Little Gianfranco did not recognise the newcomer and initially did not want him. He feels his father's absence influenced his development but later he had a close relationship with his father, who died last year. Ravasi's first strong memory is of standing at dusk on a hill in the countryside watching a train passing through a valley and hearing it whistle. "It was a melancholy scene," he recalls. "It seemed to signify things that fade, are transitory, contingent and I longed for something beyond appearances, something that lasts. I'd say I'm motivated not by Mediterranean optimism but northern pessimism."
This seems in contrast with his energy and communicativeness.
At an early age he was separated from his schoolteacher mother to go to school in the countryside where he lived with an aunt.
"My mother died comparatively early, which was a severe blow. I was very close to her. She was in love with literature as I am, but not practical. My two sisters can do or make everything whereas I'm a nullity in that respect." (The archbishop has neither a computer nor a mobile phone.) At school Ravasi excelled in Latin and Greek. In the final Greek exam he completed his translation as the teacher finished writing the Greek text on the blackboard. He immediately handed his paper in and the teacher thought he was abandoning the exam. When Ravasi explained that he had completed the translation, the examiner replied that the text must have leaked to him and the examiners would be extremely severe at the orals. But he passed that too with flying colours.
He studied at Milan seminary where teacher Giovanni Colombo, later a cardinal, directed him towards the Bible. After seminary, Ravasi studied theology and exegesis at the Gregorian University and Biblical Institute in Rome where Carlo Maria Martini, also a future cardinal, was one of his teachers.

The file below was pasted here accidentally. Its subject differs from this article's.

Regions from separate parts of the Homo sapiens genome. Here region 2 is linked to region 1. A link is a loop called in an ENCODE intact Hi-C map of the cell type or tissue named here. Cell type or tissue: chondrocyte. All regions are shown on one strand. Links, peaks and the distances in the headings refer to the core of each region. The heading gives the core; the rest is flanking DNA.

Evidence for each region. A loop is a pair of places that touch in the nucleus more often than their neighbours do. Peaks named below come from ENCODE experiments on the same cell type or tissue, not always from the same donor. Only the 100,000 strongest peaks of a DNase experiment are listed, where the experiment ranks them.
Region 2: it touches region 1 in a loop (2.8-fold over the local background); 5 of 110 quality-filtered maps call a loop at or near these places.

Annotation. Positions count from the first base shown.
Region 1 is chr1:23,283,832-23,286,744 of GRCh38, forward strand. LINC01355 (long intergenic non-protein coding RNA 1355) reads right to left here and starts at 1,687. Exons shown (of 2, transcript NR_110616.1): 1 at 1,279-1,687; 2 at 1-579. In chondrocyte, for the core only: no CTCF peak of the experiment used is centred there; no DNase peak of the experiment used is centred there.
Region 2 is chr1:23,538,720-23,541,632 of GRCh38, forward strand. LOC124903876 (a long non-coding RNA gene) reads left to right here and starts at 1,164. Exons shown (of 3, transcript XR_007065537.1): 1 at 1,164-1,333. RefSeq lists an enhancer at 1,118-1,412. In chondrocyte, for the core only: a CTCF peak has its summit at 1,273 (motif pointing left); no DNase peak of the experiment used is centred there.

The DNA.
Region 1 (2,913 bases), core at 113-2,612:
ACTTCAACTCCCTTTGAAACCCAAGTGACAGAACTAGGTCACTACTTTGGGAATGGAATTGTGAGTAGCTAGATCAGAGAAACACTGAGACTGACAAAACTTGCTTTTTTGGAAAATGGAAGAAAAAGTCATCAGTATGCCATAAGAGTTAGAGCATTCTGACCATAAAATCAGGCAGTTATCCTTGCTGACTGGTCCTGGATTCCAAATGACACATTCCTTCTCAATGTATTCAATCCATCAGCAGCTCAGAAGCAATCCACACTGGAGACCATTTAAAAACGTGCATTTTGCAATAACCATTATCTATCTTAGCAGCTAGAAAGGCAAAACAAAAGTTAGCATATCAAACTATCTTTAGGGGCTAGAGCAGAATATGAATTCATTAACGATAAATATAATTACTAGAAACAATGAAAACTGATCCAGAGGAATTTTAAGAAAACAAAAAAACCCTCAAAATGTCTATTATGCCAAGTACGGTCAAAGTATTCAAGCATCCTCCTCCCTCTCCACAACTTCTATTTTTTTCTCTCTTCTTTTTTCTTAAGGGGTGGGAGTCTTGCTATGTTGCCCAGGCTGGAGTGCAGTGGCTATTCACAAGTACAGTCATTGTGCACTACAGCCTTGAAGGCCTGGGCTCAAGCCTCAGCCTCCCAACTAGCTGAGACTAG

At the moment he is very inter ested in the "real Jesus", as opposed to "the so-called historical Jesus". The latter, he say, is "constructed according to ideas derived ultimately from positivism".
"It makes Jesus a prisoner of documents," he explains. "But we are now aware of more resources for our understanding of Jesus. To give an example: we can know more about Napoleon than is recorded in documents. If Napoleon did A and later did B, we can make inferences about the relationship between the two events and the reasons for them. We can use psychological insight. Psychology, sociology, cultural anthropology and theology can aid our understanding of Jesus. Benedict XVI used this approach in his book.
"But appetites have become jaded because of the hunt for the ever more excessive and spectacular. Surrogates for substantial religion abound but I think people are still seeking responses on the great themes such as life and death, truth and faLsehood, sin and evil. I've found there is a keen demand for material on these topics if presented in the right way."
The archbishop is certainly the man to do it. Before joining the priesthood Ravasi was going to become a Greek and Latin teacher. What changed his mind?
"1 realised that for me study and priesthood are both aspects of a pursuit of something lasting, ultimately of God," he answers, "Some can be priests and separately be scholars but for me they are part of the same search, the same questioning. I like [the French-horn American author] Julien Green's as long as we're uneasy we can be tranquil' ."